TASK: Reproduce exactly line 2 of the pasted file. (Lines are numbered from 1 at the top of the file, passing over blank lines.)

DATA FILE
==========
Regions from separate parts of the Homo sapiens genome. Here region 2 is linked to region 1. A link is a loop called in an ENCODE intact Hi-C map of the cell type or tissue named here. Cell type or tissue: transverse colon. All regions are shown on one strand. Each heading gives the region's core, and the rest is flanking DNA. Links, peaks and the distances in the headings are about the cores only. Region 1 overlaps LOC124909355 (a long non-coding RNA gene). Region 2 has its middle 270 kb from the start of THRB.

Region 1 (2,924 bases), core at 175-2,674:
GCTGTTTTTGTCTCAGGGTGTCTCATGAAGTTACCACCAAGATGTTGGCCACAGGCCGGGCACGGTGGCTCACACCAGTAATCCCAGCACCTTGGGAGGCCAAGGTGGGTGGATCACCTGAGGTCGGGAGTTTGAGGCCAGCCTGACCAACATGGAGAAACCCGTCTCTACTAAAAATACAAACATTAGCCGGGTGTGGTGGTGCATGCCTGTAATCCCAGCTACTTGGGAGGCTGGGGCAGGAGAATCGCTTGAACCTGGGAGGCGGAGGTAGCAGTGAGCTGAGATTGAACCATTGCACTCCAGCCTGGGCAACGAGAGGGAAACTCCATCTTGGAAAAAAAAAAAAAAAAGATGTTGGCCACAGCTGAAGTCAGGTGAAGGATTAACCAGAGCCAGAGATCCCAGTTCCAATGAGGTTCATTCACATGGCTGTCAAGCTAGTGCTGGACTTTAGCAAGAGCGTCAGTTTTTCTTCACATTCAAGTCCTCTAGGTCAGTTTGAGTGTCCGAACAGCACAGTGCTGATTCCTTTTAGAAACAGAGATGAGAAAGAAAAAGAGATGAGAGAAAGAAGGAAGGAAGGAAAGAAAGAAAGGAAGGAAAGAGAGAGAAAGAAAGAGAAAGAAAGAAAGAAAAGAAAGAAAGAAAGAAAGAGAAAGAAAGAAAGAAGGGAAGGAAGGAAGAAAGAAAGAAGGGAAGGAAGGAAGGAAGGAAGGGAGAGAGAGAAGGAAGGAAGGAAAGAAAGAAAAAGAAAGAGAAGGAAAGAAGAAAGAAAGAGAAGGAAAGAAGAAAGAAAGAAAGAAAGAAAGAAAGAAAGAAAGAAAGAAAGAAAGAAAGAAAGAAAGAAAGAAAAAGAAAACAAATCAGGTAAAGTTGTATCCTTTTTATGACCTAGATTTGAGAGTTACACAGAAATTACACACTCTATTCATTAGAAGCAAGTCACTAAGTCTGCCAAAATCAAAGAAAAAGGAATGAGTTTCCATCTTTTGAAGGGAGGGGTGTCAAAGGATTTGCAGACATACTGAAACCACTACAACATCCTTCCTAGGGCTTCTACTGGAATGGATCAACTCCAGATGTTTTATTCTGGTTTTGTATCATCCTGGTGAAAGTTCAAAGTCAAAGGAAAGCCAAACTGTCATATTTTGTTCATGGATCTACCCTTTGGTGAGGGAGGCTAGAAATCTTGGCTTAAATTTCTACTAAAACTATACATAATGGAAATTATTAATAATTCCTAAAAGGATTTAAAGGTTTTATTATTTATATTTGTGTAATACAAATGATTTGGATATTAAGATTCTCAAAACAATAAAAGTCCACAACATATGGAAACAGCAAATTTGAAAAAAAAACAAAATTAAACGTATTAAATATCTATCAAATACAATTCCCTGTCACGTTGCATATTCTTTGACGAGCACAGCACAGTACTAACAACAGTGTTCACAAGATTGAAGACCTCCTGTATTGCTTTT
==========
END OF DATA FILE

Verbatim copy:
Region 1 (2,924 bases), core at 175-2,674: